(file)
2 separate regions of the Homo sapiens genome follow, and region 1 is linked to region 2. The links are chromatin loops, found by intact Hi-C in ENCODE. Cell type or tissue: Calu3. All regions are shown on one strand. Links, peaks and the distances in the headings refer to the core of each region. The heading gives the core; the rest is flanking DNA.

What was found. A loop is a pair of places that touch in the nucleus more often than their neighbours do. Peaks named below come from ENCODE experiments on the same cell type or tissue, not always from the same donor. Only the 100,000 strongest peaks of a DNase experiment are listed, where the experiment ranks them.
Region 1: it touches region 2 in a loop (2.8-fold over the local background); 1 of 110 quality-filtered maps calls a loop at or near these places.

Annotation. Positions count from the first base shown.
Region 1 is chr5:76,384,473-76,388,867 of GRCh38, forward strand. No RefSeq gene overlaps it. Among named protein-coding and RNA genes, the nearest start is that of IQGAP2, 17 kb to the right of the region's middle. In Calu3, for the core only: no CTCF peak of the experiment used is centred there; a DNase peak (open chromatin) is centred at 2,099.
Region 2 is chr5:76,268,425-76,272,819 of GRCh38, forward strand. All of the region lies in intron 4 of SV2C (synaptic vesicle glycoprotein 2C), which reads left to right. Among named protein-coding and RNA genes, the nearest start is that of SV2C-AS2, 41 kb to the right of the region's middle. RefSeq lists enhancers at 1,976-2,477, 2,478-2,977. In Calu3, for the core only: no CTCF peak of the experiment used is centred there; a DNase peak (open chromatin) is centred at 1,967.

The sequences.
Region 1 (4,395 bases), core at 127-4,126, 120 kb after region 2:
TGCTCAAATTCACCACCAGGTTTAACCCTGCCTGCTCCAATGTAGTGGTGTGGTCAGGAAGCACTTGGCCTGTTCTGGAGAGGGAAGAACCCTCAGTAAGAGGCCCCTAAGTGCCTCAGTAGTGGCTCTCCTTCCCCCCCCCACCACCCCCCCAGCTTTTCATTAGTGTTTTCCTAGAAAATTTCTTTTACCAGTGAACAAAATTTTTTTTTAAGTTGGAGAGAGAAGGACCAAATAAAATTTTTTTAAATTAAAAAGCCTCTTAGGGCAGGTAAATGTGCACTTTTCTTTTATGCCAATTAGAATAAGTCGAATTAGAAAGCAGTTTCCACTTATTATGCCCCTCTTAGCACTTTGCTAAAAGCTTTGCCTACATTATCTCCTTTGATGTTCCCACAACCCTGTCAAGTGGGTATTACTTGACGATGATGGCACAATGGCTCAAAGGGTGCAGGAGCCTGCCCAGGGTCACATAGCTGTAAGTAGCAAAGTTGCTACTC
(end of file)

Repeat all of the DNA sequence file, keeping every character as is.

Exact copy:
2 separate regions of the Homo sapiens genome follow, and region 1 is linked to region 2. The links are chromatin loops, found by intact Hi-C in ENCODE. Cell type or tissue: Calu3. All regions are shown on one strand. Links, peaks and the distances in the headings refer to the core of each region. The heading gives the core; the rest is flanking DNA.

What was found. A loop is a pair of places that touch in the nucleus more often than their neighbours do. Peaks named below come from ENCODE experiments on the same cell type or tissue, not always from the same donor. Only the 100,000 strongest peaks of a DNase experiment are listed, where the experiment ranks them.
Region 1: it touches region 2 in a loop (2.8-fold over the local background); 1 of 110 quality-filtered maps calls a loop at or near these places.

Annotation. Positions count from the first base shown.
Region 1 is chr5:76,384,473-76,388,867 of GRCh38, forward strand. No RefSeq gene overlaps it. Among named protein-coding and RNA genes, the nearest start is that of IQGAP2, 17 kb to the right of the region's middle. In Calu3, for the core only: no CTCF peak of the experiment used is centred there; a DNase peak (open chromatin) is centred at 2,099.
Region 2 is chr5:76,268,425-76,272,819 of GRCh38, forward strand. All of the region lies in intron 4 of SV2C (synaptic vesicle glycoprotein 2C), which reads left to right. Among named protein-coding and RNA genes, the nearest start is that of SV2C-AS2, 41 kb to the right of the region's middle. RefSeq lists enhancers at 1,976-2,477, 2,478-2,977. In Calu3, for the core only: no CTCF peak of the experiment used is centred there; a DNase peak (open chromatin) is centred at 1,967.

The sequences.
Region 1 (4,395 bases), core at 127-4,126, 120 kb after region 2:
TGCTCAAATTCACCACCAGGTTTAACCCTGCCTGCTCCAATGTAGTGGTGTGGTCAGGAAGCACTTGGCCTGTTCTGGAGAGGGAAGAACCCTCAGTAAGAGGCCCCTAAGTGCCTCAGTAGTGGCTCTCCTTCCCCCCCCCACCACCCCCCCAGCTTTTCATTAGTGTTTTCCTAGAAAATTTCTTTTACCAGTGAACAAAATTTTTTTTTAAGTTGGAGAGAGAAGGACCAAATAAAATTTTTTTAAATTAAAAAGCCTCTTAGGGCAGGTAAATGTGCACTTTTCTTTTATGCCAATTAGAATAAGTCGAATTAGAAAGCAGTTTCCACTTATTATGCCCCTCTTAGCACTTTGCTAAAAGCTTTGCCTACATTATCTCCTTTGATGTTCCCACAACCCTGTCAAGTGGGTATTACTTGACGATGATGGCACAATGGCTCAAAGGGTGCAGGAGCCTGCCCAGGGTCACATAGCTGTAAGTAGCAAAGTTGCTACTC